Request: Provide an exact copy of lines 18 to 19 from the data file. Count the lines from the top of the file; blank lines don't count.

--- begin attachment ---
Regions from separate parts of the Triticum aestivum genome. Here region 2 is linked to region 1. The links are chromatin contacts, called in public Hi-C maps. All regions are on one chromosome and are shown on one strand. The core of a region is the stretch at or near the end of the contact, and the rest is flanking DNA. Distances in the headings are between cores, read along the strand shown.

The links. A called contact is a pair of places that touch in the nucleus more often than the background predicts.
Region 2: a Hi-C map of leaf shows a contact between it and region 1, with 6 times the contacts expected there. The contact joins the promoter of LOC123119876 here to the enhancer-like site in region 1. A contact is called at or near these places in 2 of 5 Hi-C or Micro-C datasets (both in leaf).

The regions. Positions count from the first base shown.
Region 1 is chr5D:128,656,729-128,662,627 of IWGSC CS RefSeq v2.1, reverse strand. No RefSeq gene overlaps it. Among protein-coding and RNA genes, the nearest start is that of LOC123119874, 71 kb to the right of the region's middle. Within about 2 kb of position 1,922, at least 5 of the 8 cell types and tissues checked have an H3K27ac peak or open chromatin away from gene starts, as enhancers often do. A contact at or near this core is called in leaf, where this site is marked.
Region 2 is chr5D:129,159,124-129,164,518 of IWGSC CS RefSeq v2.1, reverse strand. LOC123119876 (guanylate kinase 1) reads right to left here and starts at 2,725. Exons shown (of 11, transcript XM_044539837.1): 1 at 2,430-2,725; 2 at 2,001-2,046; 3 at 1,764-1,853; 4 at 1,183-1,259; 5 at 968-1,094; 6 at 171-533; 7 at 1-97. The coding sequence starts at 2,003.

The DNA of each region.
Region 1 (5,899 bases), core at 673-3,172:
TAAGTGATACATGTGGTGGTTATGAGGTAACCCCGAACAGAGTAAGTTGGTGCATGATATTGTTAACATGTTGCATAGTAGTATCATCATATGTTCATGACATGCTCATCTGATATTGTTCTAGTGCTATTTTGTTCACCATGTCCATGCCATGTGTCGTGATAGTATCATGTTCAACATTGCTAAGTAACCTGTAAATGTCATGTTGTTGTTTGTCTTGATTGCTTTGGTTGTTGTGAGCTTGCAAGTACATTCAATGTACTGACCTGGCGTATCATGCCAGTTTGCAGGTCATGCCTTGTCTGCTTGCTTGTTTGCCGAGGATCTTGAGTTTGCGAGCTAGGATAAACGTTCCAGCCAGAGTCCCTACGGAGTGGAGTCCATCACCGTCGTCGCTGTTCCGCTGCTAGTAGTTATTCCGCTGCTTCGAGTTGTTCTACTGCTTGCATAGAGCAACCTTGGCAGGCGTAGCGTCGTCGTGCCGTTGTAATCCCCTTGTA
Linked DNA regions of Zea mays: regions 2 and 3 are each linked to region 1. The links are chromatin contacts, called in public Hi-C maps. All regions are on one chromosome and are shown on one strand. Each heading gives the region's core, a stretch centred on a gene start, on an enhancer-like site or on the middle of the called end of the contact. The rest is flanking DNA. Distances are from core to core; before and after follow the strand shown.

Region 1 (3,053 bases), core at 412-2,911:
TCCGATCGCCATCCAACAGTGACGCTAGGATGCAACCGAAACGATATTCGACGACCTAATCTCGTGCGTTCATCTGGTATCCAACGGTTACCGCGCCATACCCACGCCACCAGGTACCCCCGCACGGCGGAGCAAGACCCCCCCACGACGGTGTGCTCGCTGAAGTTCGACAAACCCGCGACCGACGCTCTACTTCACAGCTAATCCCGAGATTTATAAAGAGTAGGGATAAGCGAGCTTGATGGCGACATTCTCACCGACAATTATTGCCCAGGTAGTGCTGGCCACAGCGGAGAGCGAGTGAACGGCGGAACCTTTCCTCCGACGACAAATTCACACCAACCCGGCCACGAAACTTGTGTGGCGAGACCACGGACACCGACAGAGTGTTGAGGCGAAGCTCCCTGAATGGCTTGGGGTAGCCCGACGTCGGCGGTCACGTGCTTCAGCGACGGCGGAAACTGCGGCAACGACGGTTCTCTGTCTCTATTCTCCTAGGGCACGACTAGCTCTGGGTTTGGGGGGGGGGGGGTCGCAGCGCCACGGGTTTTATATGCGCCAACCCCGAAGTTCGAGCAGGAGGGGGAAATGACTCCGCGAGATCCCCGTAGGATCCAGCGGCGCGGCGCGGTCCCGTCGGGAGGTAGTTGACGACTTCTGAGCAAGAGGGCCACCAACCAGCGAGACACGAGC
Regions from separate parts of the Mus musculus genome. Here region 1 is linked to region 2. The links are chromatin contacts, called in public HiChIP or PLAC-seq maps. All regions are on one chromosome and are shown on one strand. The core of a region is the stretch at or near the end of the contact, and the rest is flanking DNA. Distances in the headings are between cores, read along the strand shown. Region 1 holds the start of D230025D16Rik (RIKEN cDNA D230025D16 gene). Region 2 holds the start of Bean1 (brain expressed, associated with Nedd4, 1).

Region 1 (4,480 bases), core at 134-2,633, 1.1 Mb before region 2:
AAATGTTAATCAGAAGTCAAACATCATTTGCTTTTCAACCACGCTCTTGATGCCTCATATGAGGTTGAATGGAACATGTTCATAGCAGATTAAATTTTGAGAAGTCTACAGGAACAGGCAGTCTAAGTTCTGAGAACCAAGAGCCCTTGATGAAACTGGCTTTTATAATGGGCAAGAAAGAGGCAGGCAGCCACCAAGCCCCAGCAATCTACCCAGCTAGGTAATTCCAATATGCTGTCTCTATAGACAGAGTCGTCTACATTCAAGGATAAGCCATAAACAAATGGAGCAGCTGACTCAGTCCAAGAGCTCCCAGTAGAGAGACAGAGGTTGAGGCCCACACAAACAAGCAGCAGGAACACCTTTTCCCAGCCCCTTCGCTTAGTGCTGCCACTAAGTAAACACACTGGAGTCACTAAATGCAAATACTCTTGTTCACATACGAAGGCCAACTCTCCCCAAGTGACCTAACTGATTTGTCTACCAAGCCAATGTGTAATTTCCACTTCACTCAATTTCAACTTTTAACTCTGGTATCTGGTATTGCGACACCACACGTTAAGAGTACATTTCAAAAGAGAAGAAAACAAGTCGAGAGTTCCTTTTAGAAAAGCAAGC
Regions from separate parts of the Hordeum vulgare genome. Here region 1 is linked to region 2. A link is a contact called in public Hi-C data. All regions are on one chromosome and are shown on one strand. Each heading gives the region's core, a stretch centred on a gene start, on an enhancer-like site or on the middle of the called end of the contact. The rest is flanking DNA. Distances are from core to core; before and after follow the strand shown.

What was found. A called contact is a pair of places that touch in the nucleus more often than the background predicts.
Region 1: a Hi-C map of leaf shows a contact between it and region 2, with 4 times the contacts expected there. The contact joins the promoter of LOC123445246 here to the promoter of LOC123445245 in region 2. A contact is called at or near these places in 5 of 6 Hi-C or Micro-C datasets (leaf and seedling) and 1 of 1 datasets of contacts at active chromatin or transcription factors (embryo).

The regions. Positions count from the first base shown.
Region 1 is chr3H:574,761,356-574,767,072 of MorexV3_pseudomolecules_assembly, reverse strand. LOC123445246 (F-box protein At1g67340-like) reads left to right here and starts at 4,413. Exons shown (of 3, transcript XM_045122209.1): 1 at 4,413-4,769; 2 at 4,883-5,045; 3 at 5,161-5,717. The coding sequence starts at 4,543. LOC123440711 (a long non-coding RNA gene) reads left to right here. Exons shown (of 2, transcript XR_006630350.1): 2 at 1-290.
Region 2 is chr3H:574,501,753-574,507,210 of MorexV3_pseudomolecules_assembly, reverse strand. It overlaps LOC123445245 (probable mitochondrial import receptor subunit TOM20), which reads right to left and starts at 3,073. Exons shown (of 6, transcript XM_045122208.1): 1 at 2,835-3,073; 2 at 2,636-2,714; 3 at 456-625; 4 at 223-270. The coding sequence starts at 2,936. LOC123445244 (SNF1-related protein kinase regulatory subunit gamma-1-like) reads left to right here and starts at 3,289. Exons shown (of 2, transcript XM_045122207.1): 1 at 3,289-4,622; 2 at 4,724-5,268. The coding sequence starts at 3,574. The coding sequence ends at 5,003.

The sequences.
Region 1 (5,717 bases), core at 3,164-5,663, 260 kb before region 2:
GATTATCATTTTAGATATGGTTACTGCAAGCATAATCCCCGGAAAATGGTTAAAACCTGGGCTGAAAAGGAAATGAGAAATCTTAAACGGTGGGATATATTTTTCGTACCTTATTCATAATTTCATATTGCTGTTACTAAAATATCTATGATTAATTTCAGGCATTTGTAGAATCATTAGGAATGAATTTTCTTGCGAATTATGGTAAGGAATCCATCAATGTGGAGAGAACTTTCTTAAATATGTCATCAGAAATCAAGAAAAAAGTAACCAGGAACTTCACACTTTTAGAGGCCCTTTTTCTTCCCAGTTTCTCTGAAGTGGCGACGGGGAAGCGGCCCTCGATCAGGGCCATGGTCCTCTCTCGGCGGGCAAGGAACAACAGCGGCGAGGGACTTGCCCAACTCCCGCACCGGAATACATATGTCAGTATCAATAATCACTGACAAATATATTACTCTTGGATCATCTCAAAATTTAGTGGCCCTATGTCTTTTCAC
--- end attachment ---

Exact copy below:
Region 1: a Hi-C map of leaf shows a contact between it and region 2, with 4 times the contacts expected there. The contact joins the promoter of LOC123445246 here to the promoter of LOC123445245 in region 2. A contact is called at or near these places in 5 of 6 Hi-C or Micro-C datasets (leaf and seedling) and 1 of 1 datasets of contacts at active chromatin or transcription factors (embryo).

The regions. Positions count from the first base shown.